January 2010 Archives

January 29, 2010

Roeder Murder Trial- Jurors Get it RIght

It took the jurors in the Scott Roeder murder trial all of 37 minutes to convict him of the first degree murder of Dr. George Tiller,brushing aside Roeder's immoral defense that the killing was justified because Dr.Tiller performed abortions.  (See my previous day's blog entry for more information about the case.)

Sometimes American juries are derided for their seemingly irrational decisions.  I think it's worth saluting this Wichita, Kansas jury for getting it right. 

January 28, 2010

Scott Roeder Asks Jurors for a License to Kill

Scott Roeder is charged with murdering Dr. George Tiller.  Testifying in his own defense at the trial, Roeder admitted that he killed Tiller.  And the killing was totally premeditated- Roeder bought a gun, practiced his shot, and killed Tiller inside a church.

Roeder explained that he had a good reason for shooting Tiller- Tiller performed abortions.  Roeder had the chutzpah to explain that "It's never up to man to take life," perhaps temporarily forgetting that he did exactly that when he shot Tiller. 

Roeder undoubtedly hopes that the jurors will find this a valid reason for killing, and if not acquit him at least convict him of nothing more serious than manslaughter.

If the jurors accept this disgusting defense, people like Roeder would have a license to kill anyone who disagrees with their religious beliefs.  Maybe today it's an abortionist, but who knows who would be next.  If your God disapproves of homosexuality, no problem, kill homosexuals.  If your God disapproves of inter-racial dating, no problem, kill those couples.  I write in the hope that sanity prevails on the jury and that Roeder spends the rest of his sorry life in prison.  

January 25, 2010

Lab Analysts in the Courtroom- Confrontation Over the Confrontation Clause Continues

In the 2009 Melendez-Diaz case (decided by a 5-4 majority vote), the U.S. Supreme Court decided that the Sixth Amendment's Confrontation Clause gives criminal defendants the right to cross examine lab analysts who run tests that determine such matters as the alcohol content of a driver's blood or whether white powder is an illegal drug. Outraged prosecutors in many states have attacked the practical effect of the decision.  They argue that under-funded and under-staffed forensic labs were unable to keep up with the demands for testing even before Melendez-Diaz was decided, and that if analysts have to hang around courtrooms the labs will fall so far behind that cases will have to be dismissed.  Prosecutors also argue that cross examination is unnecessary when analysts don't exercise subjective judgment but instead simply report the results of tests that machines carry out.  

In Briscoe v. Virgina (2010) the Court passed up a chance to clarify the scope of Melendez-DiazBriscoe involved the legitimacy of a state law that allowed prosecutors to offer lab test reports into evidence without calling the analysts as witnesses, and then (upon request from the defendant) producing the analysts for defendants to examine as part of the defense case.  The Court chose not to decide whether this procedure is constitutional, instead returning the case to the state for "consideration in the light of the decision in Melendez-Diaz."  So for some time to come, the increasingly bitter confrontation over the scope of the Confrontation Clause continues.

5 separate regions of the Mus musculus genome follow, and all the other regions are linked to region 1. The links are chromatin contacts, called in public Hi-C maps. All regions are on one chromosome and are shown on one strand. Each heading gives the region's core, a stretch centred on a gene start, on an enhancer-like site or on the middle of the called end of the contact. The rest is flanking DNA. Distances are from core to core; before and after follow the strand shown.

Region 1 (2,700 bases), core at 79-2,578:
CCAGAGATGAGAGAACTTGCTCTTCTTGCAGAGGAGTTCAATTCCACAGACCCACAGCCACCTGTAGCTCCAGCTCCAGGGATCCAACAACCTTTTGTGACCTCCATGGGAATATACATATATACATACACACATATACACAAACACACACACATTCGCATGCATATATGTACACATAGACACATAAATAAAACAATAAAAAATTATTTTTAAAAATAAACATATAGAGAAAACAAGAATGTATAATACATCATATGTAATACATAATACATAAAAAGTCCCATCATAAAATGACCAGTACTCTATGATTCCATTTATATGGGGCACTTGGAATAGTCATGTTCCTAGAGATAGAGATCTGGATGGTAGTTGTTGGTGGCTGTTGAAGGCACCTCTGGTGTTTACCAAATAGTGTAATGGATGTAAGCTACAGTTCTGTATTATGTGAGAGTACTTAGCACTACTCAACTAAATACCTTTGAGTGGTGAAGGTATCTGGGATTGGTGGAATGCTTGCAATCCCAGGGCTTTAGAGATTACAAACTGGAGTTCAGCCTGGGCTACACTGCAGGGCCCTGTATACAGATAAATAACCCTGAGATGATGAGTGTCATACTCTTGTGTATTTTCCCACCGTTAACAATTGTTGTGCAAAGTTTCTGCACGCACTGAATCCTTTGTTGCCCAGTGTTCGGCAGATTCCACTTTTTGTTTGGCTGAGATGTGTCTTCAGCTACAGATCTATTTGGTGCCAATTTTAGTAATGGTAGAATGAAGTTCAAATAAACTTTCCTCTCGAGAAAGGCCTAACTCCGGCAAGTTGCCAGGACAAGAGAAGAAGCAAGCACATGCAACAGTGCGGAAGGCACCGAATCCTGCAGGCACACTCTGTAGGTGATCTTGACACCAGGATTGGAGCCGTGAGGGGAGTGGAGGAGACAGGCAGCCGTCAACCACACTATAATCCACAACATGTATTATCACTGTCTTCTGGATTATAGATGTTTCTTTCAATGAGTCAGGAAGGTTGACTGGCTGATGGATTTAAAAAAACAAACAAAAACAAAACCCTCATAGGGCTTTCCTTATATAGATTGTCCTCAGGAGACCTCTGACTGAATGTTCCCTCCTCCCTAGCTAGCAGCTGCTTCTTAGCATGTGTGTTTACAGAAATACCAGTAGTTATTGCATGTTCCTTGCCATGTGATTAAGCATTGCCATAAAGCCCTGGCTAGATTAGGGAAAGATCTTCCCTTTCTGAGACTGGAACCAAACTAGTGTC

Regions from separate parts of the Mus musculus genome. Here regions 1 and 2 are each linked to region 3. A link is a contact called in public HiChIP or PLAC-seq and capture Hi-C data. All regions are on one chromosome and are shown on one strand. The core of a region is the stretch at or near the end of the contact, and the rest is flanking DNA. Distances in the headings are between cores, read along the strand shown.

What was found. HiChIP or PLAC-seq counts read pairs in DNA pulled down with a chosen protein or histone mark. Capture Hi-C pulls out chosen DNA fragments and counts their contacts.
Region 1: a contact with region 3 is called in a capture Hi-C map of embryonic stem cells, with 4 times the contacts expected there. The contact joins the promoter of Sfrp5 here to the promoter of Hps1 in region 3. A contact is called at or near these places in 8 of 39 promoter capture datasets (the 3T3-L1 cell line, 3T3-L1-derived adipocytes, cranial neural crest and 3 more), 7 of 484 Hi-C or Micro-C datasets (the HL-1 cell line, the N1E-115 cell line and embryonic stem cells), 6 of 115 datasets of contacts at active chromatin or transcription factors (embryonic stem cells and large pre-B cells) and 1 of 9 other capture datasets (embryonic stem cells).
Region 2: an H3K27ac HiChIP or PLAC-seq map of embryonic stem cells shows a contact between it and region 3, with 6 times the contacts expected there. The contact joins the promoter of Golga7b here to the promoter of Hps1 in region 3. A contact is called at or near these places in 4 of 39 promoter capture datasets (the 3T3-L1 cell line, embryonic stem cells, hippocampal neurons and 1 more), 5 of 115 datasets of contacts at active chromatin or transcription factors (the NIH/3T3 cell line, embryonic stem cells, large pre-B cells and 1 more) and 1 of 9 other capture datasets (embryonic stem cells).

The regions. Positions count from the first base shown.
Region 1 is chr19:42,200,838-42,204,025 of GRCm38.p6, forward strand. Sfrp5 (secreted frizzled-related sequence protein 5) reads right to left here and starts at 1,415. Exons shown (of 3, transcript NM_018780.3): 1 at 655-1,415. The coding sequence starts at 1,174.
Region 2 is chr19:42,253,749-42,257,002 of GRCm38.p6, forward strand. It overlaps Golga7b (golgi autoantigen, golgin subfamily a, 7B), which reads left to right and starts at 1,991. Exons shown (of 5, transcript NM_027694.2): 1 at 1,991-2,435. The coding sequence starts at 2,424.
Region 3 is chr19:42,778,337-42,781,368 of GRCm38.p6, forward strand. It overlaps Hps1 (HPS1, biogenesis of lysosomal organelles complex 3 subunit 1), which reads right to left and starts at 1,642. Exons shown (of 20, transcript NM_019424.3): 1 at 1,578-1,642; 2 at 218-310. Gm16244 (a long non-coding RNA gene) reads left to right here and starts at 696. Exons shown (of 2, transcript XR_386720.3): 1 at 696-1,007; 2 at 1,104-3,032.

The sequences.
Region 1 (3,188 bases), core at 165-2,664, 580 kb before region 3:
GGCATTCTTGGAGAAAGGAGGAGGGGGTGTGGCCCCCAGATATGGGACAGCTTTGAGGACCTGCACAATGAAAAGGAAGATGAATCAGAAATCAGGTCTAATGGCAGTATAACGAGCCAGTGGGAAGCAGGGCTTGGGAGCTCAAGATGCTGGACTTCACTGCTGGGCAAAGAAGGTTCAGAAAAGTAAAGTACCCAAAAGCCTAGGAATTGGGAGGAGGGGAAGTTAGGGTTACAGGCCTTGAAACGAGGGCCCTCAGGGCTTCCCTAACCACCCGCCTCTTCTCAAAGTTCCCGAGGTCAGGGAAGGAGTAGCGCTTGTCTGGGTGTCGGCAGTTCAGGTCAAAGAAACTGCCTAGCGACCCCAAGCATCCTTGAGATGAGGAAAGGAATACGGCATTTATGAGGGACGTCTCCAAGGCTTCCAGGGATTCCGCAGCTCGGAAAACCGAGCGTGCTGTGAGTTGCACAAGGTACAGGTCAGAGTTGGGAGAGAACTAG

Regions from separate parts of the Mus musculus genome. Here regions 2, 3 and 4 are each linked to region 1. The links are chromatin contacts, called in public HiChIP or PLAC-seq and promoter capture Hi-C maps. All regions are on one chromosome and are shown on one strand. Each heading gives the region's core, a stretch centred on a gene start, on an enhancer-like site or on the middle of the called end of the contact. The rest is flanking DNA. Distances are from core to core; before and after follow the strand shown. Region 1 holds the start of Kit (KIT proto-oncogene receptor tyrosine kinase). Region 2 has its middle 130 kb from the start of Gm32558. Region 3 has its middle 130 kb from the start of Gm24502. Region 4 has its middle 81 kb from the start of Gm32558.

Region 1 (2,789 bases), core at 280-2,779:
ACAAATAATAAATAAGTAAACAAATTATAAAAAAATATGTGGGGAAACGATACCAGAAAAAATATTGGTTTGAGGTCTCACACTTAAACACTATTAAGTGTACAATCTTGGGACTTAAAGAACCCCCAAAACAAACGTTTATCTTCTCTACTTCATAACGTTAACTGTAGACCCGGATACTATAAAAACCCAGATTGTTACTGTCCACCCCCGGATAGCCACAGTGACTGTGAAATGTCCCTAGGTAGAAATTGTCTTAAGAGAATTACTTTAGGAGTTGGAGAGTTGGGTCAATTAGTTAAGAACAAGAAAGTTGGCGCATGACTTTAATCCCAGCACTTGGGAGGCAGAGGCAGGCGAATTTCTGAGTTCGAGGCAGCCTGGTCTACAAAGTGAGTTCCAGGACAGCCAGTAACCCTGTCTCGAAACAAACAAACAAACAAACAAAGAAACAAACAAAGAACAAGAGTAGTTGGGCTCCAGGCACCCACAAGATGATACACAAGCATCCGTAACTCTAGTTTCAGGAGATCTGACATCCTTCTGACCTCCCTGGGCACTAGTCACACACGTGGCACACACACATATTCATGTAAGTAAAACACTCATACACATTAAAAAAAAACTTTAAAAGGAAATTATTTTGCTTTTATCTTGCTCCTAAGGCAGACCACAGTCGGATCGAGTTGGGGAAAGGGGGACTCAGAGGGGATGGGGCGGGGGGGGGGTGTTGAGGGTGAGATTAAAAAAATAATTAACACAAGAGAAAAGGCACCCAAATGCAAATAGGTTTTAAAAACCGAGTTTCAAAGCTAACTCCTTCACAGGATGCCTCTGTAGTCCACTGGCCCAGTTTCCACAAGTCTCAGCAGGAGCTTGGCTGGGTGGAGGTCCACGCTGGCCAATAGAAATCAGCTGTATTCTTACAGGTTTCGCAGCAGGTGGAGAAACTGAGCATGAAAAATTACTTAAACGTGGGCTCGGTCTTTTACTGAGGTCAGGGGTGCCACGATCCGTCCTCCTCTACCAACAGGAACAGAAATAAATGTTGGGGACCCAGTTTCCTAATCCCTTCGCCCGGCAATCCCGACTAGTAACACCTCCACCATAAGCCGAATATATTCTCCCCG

January 15, 2010

Death Sentences in California

In 2009, 29 convicted defendants were given death sentences in Califonia. This was up from the 20 people sentenced to death in 2008, and was more than the number of death sentences handed down in Texas and Florida in 2009 combined.

Despite the increase in the number of death sentences, California has not carried out an execution in 4 years and probably will not execute anyone in 2010.  As a result, San Quentin's death row houses 697 prisoners, about 20% of the nationwide total.

Many of these prisoners have undoubtedly committed horrible crimes.  But in an era when the state is too broke to spend money on law-abiding students and people who can't afford medical care, spending millions of extra dollars to convict and house "the worst of the worst" seems a terrible waste of public money. LWOP sentences (life without possibility of parole) are a far cheaper alternative that protect society as well as death sentences do.   

January 11, 2010

Rodney Alcala- Will Trial No. 3 prove that he's a serial killer?

Rodney Alcala has twice been convicted of killing 12 year old Robin Samsoe in Huntington Beach (CA) in 1979.  Each time he was sentenced to death.  But both convictions were reversed, so here in Jan. 2010 Alcala is again on trial for killing Robin Samsoe.

Robin has plenty of company this time around.  As Alcala remained in prison, DNA testing linked him to the deaths of 4 other late-1970's CA murder victims.  So Alcala now is charged with 5 murders.

Ironically, Alcala's first conviction was reversed because the trial judge allowed the prosecution to offer evidence of Alcala's violence towards girls other than Robin. Now that evidence rules have changed and Alcala is charged with other crimes, Jury # 3 will hear plenty of evidence suggesting that Alcala is a serial killer.    

Alcala has chosen to represent himself.  That's less of a gamble than it seems.  He is now 66 years old, so even if he is convicted and the conviction is upheld, the chances that he'll be executed are virtually nil.